Though the Cornell student suicide rate mirrors the average on campuses nationwide, 13 of the 21 Cornell student suicide victims since 1996 have been Asian or Asian-American. The victim count is sobering considering that only 14 percent of the total Cornell student body are self-identified Asian-Americans. A total of 15 percent of all Cornell students are from overseas, but the number of Asians among them is not known.
Asian-American/Asian students, especially males, are under unique pressures to meet high expectations of parents by succeeding in such traditional predetermined careers as medicine and engineering, said Dr. Henry Chung ’84, assistant vice president for student health at New York University (NYU) and executive director of the NYU Student Health Center, speaking to faculty and staff, and separately to students, on campus April 13. In addition, he noted, immigrant groups feel pressures due to sacrifices made by family members for their children’s benefit. Females also face career pressures of Western society while having to maintain traditional female roles.
WASHINGTON – In a recent episode of “The Sopranos,” Tony Soprano dreamed that he’d been slapped by a Buddhist monk who mistook him for another white man who’d swindled him.
“All Caucasians look alike,” explained the unapologetic monk.
They often do, it turns out, at least to people who aren’t Caucasian. For that matter, blacks often look alike to whites and Hispanics to Asians. It’s not that people of any one race are harder to distinguish; researchers say that individual features vary equally among races. Rather, it’s that people have problems telling people from another group apart.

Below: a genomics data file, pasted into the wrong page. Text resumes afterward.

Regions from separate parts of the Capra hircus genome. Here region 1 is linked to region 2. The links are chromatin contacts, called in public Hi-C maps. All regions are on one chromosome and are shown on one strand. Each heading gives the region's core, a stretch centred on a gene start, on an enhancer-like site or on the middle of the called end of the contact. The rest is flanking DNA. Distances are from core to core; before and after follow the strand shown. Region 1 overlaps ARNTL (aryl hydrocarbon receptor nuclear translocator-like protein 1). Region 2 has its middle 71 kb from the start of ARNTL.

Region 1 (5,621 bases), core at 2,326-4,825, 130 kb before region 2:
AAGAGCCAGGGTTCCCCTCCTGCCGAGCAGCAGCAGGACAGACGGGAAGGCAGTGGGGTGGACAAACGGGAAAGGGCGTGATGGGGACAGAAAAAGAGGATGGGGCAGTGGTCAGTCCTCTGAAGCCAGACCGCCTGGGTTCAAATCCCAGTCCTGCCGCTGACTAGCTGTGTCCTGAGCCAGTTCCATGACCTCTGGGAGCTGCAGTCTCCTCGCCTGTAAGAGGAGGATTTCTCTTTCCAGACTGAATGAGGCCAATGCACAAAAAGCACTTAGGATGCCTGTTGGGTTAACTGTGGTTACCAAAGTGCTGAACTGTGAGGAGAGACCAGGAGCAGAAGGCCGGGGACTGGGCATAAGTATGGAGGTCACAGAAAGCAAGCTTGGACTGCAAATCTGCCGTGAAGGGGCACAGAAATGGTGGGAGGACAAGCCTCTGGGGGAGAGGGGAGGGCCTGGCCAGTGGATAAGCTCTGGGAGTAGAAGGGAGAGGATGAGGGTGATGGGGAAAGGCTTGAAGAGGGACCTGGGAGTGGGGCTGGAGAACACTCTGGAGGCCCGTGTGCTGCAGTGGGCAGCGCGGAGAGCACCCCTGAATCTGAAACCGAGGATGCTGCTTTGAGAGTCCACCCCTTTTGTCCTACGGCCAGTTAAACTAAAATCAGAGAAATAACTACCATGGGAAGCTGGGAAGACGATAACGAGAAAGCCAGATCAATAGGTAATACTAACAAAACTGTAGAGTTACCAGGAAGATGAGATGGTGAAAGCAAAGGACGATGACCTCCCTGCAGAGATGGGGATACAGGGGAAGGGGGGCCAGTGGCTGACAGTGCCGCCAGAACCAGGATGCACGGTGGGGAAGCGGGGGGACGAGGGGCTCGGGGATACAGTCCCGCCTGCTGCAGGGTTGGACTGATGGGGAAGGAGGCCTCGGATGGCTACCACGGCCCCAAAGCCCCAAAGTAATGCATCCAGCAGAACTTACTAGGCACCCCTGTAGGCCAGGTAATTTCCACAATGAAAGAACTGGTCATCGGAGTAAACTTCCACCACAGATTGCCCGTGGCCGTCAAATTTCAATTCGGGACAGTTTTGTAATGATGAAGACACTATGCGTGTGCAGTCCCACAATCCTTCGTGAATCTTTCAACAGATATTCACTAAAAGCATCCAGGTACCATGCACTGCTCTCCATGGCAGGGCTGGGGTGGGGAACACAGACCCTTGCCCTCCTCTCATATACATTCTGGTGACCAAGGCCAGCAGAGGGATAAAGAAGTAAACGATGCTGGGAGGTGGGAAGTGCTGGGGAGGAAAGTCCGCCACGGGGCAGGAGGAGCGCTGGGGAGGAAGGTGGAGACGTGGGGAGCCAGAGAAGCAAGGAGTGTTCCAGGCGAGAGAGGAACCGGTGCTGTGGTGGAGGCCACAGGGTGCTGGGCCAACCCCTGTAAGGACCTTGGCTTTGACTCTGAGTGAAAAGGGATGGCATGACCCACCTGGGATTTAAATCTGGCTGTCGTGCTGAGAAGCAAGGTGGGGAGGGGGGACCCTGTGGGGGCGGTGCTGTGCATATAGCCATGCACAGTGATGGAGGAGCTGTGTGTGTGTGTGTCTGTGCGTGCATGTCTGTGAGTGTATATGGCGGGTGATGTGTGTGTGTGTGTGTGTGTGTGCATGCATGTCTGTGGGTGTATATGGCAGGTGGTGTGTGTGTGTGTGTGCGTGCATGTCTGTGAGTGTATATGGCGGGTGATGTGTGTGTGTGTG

After my first year here, I’ve learned that it’s not Dartmouth’s white population that’s racist or exclusionary, but rather it’s the organized minority groups themselves. At the beginning of this year, I was given a Big Brother by the Dartmouth Asian Organization (DAO) to help me get settled, was put on the Asian Christian Fellowship (ACF) mailing list, and invited to numerous exclusively Asian functions. In the abstract, these seem to be ideal ways to help freshman adjust to a new school. In reality, however, such practices have quite a different effect.
People often juggle multiple identities, and specifically for Americans there is duality between American heritage and that of their background culture.
Students and staff of all races and ethnicities gathered Wednesday afternoon for Dr. Richard Q. Shin’s lecture, titled “Asian-American Ethnic Identity Development: Let’s stop hating on each other and start working together.” The program, which was sponsored by the Office of Multicultural Affairs in honor of Asian Pacific American Heritage Month, stressed the importance of finding a cultural identity that balances both one’s Asian and American cultural influences.